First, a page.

Most Americans continue to express concern about themselves or a household member either losing their job or seeing a reduction in paid work hours in the next few months — or say it has already happened to them.
This includes 24% of those working full- or part-time who are very concerned.
The public overwhelmingly supports the $2 trillion economic relief package passed by Congress: 81% approve overall, a view that crosses partisan lines. However, most (57%) say it won't end up being enough, including most people who approve of the package overall.
A majority also expect to see financial assistance for their own family. This comes amid record unemployment numbers and widespread concern about the coronavirus outbreak's impact on one's livelihood.
Changing behavior: More staying home under orders
Americans say the financial impact of the coronavirus outbreak will fall more on the middle class and poor than the wealthy, even as they see the health risks from the virus affecting all strata of society equally.
More people report that they're being more careful about their behavior than before, as more states issue social distancing guidelines: 65% say they only go out when they absolutely have to now — up 10 points from a week ago — and 13% say they aren't leaving home.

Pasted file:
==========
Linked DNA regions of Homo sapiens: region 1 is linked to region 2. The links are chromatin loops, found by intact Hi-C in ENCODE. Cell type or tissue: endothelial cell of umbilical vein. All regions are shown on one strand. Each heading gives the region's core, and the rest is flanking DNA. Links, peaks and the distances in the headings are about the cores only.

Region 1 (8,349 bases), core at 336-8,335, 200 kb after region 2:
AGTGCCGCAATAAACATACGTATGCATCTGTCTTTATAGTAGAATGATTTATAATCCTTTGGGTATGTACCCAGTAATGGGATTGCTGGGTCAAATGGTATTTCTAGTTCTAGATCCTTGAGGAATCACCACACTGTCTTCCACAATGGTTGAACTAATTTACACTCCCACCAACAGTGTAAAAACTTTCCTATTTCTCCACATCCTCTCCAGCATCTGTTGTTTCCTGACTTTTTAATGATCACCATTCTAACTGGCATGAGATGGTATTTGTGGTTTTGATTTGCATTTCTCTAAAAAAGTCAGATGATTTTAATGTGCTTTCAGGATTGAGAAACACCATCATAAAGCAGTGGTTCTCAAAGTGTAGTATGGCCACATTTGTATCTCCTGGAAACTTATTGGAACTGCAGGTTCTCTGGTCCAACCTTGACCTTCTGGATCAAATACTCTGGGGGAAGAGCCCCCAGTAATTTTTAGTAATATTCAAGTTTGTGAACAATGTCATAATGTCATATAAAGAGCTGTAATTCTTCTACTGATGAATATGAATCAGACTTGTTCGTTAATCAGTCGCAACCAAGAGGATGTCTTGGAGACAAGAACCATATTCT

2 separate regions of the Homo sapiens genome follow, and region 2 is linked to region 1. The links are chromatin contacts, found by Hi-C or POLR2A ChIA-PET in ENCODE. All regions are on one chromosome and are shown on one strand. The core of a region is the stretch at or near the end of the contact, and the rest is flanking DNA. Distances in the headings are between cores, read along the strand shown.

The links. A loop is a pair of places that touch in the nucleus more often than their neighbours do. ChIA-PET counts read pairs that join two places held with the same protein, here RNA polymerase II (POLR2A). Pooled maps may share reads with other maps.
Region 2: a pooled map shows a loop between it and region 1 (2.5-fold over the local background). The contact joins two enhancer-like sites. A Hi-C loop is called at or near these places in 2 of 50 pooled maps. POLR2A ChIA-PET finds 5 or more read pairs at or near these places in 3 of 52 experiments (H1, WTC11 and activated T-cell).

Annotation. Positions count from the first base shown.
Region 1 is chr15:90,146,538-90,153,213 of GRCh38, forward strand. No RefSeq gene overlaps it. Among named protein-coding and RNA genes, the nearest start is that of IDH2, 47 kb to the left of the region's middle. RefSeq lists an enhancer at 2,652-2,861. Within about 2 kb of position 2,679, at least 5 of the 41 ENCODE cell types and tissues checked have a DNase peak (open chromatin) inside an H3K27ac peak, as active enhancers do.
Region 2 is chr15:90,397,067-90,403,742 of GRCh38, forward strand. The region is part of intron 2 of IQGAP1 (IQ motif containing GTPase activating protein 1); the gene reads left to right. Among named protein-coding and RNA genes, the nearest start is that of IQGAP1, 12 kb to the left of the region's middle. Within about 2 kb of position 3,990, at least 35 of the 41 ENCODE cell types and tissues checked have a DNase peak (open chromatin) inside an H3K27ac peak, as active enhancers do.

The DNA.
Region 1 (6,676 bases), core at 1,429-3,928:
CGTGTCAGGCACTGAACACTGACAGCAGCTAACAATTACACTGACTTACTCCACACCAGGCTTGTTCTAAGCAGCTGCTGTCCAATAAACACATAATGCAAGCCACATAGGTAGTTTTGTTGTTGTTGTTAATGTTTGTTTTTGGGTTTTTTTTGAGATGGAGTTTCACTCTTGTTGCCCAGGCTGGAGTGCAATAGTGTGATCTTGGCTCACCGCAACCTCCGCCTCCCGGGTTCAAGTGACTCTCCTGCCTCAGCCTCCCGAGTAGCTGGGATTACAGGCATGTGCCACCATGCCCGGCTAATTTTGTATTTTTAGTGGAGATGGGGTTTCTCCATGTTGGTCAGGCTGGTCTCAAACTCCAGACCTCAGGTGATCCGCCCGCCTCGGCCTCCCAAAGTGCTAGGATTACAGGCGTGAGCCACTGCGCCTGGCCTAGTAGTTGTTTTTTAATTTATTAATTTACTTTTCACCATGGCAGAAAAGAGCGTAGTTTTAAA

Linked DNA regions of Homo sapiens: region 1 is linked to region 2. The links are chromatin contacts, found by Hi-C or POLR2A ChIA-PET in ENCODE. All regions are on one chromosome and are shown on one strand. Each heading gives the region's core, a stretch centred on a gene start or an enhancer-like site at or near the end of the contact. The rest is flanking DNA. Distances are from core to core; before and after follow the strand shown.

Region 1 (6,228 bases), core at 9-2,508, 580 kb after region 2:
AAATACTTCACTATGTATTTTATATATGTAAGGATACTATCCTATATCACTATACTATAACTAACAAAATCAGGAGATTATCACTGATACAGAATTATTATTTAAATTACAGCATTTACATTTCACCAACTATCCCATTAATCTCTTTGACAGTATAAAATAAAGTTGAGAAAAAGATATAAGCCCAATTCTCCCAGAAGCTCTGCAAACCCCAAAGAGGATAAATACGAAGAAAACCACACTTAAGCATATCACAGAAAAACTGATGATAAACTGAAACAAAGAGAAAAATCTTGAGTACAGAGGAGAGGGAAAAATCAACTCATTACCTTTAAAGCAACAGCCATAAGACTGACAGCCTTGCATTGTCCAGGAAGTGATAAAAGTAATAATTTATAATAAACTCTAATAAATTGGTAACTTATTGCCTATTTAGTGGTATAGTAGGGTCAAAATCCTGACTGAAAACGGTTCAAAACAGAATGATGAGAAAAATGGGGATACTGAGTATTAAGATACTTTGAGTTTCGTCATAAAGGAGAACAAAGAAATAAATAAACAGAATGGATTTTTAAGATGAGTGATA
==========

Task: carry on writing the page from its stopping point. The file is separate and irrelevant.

Those who express greater concern that they or a family member will get the virus are more likely to report staying at home, but younger adults, especially the 18-29 group, continue to be more likely than older adults to say they're living normally, and coming and going as usual.
Most people tell us the same thing they did a week ago about their comings and goings, but a substantial number have become more cautious. For example, of those who told us previously that they're still going out but being careful, 62% now say they're either not leaving home or only going out when absolutely necessary.
Three-quarters report being under state or local orders to stay home.
When we ask people what emotions they've felt in the past week, positive ones — such as calm and hopeful — continue to outweigh negative ones. However, a third report having felt angry and three in 10 report having felt scared pretty often or all the time — both slightly up from last week. People who are concerned about job loss or a reduction in house are the most likely to say they have often felt nervous and stressed.
This CBS News survey was conducted by YouGov using a nationally representative sample of 2,236 U.S. residents interviewed between March 31 and April 1, 2020. The sample was weighted according to gender, age, race and education based on the American Community Survey, conducted by the U.S. Bureau of the Census, as well as 2016 presidential vote and registration status. The margin of error is +/- 2.4 points.